Do Dogs Grieve for Us?


The Old Sheperd's Chief Mourner, painted by Edwin Landseer, 1837.

This past Sunday, I had the honor to attend the memorial service for my nephew Green Beret Staff Sargent Matthew Q. McClintock. It was only a few weeks ago when word came that he had been killed fighting in Afghanistan when his Special Forces team came under heavy attack by the enemy. Tragically, he left behind both a young wife and an infant son.

My memories of Matt generally came from family gatherings, particularly one that I still remember at Christmas several seasons past. It was there that I had the unique experience of hearing about his first combat tour into Iraq as an Army soldier. He talked about it in a way that made it sound almost matter-of-factly. I remember asking him specifically how he dealt with his own safety, where upon he responded saying something similar to the words " just didn't think about it, have a job to do." He then went on to add, in a joking manner, " know the Humvees we drive, well many of them don't have enough armour to protect against buried mines." That was Matt, an analytic wit, smart, and always with a big smile to make you feel at ease.

US Army Green Beret, Staff Sargent Matthew McClintock
With my eyes filled with tears as I hugged his brother and mother after the service, I couldn't help but think about the human emotions that we go through during our grieving process. It struck me as interesting about how dogs especially those that are part of a loving family, must also go through grieving at the loss of their master. For Matt, his Blue Heeler named Archer, which he had raised from a puppy, would undoubtedly go through some form of knowing loss, especially when his master didn't come home, but how much a dog understands, or feels a sense of emotion is probably still up for debate.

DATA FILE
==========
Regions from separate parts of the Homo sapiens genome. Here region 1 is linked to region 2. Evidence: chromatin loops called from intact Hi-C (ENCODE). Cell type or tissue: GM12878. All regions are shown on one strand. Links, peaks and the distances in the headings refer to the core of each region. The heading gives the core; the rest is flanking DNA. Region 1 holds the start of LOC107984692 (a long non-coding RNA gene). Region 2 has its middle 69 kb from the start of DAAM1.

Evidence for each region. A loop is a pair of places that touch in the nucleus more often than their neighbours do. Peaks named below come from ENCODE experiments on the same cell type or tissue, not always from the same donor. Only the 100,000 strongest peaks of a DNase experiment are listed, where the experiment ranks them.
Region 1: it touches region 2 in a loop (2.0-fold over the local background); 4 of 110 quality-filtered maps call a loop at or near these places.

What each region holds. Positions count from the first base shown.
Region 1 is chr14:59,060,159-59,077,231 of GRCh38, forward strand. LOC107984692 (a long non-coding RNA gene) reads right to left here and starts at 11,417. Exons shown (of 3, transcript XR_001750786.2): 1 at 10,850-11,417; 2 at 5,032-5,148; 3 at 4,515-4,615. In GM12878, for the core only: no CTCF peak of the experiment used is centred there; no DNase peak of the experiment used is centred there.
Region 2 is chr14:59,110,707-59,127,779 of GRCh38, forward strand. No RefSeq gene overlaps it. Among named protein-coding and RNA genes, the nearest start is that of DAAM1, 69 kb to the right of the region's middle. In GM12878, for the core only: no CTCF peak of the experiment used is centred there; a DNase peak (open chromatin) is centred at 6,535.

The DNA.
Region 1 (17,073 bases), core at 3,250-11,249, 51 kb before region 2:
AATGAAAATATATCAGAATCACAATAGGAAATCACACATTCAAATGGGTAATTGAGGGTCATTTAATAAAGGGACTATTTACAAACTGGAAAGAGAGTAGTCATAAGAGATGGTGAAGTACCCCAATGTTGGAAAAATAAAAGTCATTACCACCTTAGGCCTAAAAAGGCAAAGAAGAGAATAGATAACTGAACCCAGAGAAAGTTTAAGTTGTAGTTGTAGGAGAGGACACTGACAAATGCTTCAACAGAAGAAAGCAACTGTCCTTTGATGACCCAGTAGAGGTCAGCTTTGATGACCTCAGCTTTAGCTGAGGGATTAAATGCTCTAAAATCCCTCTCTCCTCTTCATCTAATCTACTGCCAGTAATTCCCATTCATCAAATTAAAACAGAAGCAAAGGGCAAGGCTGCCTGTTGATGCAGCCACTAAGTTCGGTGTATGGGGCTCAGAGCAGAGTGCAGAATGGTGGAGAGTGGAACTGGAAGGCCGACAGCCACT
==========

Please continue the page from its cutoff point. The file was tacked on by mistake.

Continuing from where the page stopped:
Some research has indicated that a mature dog has the mind set of a three to four-year-old toddler, and if you attempt to extrapolate the situation, the child seems to understand that when a family member has died, that person has only disappeared. The child cannot comprehend the reality in the finality of death. Of course you've probably heard many stories of dogs that will sit motionless at the side of their master's coffin, or vigilante at their owner's graveside for weeks and even years on end in what maybe a sign of grieving. No doubt dogs form very strong bonds with their human companions, and it's why we love them so much, but will our dogs actually grieve for us?  In some ways they do, becoming more attentive to our feelings. Dogs have even been labeled as having a sixth sense, mourning along side us in their own quiet way. Obviously we are not wired the same as our dogs as we go through a human grieving period with our outward sign of emotions, but that's what makes life worth living.

After the memorial service, I thanked each of the Green Berets who had delivered the eulogy, and where I learned that Matt's selfless actions in Afghanistan on that day had help save the life of his wounded teammate as a rescue helicopter was attempting to land. I'm more than proud to say that Matthew was my nephew, we will miss you dearly, gave the ultimate sacrifice of your life to save another.

Matthew arrives home at Dover Air Force Base, January 2016.
(Images Courtesy of the US Army)

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